They live fast and often die young, although the state of the corpse is often questionable. Technology is a cutthroat industry, with products "dying" all the time, through obsolescence, competition, or just plain incompetence.
With the Halloween season upon us, let's take a walk through 2016's tech graveyard, and pay tribute to those that have fallen.
To The Dead Of The Technology Wars, We Salute You
United States ICANN Control
For nearly fifty years, the United States were the defacto "owners" of the Internet, thanks to US governmental control of the Internet Corporation for Assigned Names and Numbers (ICANN). This group, which handles top-level web Domain and IP Address assignments, was officially re-organized into a multi-national, multi-shareholder governance model without any direct US oversight on October 1. Whether privatization will be good or bad for ICANN has yet to be seen, but it does represent another step towards the Internet becoming a truly global resource.
The Samsung Note Smartphone
It seems borderline distasteful to mention the Note, since it has caused a lot of real-world harm, but it's also impossible to overlook. The Note 7 is likely to be remembered alongside the 70s Ford Pinto as one the most infamously dangerous defective products ever made. (Even if, like the Pinto, its reputation is probably worse than the reality.) While Samsung has not officially announced the end of the Note line, it's nearly inconceivable that they'd try to resurrect the brand now that it's so synonymous with "explosion" that there are video game mods turning it into a bomb substitute.
And while we're on the topic of Samsung...
If you're saying "Samsung what?" well, there's the problem. Samsung Milk Music was their 2014 attempt to compete with other high-profile music streaming services such as Apple Music and Microsoft Groove, but it completely failed to catch on. Even dedicated Samsung device owners generally ignored it in favor of other alternatives, and may not have even realized it was an option. The servers officially shut down in September.
Is something dead when it cannot truly be said to have ever lived? Very very few people really expected glasses-based 3D televisions to take off, but none the less, there was a moderate fad for them between about 2012-2015. However, with Samsung's (yes, again) announcement that they were discontinuing all 3D TV sales early this year, the fate of the technology was basically sealed, considering that Samsung is the world's #1 TV brand. At this point, the only manufacturer still actively supporting 3D TV is LG. And with VR now on an upswing, there's even less reason than ever for a 3D TV.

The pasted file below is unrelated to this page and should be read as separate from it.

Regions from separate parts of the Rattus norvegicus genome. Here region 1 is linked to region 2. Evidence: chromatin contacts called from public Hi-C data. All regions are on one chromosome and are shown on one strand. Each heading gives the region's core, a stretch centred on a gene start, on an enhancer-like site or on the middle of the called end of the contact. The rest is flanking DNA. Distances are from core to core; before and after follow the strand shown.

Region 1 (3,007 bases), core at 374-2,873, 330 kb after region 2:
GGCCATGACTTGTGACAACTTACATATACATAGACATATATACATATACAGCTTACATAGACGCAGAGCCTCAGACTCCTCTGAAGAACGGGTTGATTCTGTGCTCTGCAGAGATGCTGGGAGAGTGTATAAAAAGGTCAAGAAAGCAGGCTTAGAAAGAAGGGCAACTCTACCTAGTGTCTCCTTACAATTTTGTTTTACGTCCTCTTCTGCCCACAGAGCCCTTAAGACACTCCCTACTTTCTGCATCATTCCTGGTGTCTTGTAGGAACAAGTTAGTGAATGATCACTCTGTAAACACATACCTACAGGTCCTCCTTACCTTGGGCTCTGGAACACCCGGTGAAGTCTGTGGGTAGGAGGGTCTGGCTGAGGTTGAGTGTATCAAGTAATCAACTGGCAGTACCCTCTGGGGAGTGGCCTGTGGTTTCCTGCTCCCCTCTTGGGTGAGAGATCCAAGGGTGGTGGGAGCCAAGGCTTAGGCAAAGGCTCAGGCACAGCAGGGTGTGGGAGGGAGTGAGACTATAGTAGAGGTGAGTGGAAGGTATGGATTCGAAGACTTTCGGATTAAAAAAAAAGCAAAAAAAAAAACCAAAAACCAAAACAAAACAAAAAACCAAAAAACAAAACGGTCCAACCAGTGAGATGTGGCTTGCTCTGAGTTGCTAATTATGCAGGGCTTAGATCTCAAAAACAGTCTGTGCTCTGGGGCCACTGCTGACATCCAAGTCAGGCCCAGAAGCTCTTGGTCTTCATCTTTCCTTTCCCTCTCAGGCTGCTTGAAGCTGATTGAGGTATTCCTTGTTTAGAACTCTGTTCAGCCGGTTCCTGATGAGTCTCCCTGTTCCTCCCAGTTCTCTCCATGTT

The Polycom-Mitel Deal
The long-in-discussion Polycom and Mitel deal for two telephony giants to merge was called off in June of 2016, and clearly no one was shedding any tears - both companies' stock rose considerably following its termination. It's becoming all too common for mega-companies to consider even larger mega-mergers, even when the venture seems ill-advised. Score one for common sense.
The Nintendo WiiU
The WiiU was one of the most poorly-marketed and poorly-received consoles of Nintendo's long and storied history. It was their second worst-selling after the botched 1995 VirtualBoy and a devastating disappointment after the huge success of its predecessor, the Wii. Between the recent crowd-pleasing announcement of its successor, the Nintendo Switch, and upcoming ports of several of its best-selling titles to Nintendo's still-thriving handheld 3DS platform, the WiiU is now on death row and counting down the days with no chance of reprieve.
In retrospect, putting this article together, this really has been a pretty good year for technology overall. There have been relatively few high-profile "deaths," compared to the bloodbaths that were 2014 and 2015. It may have simply been that so many failed companies in the last couple years have eased the burden on borderline cases -such as Blackberry- and allowed them to live to fight another day.
Can you think of any major tech deaths we overlooked? Let us know!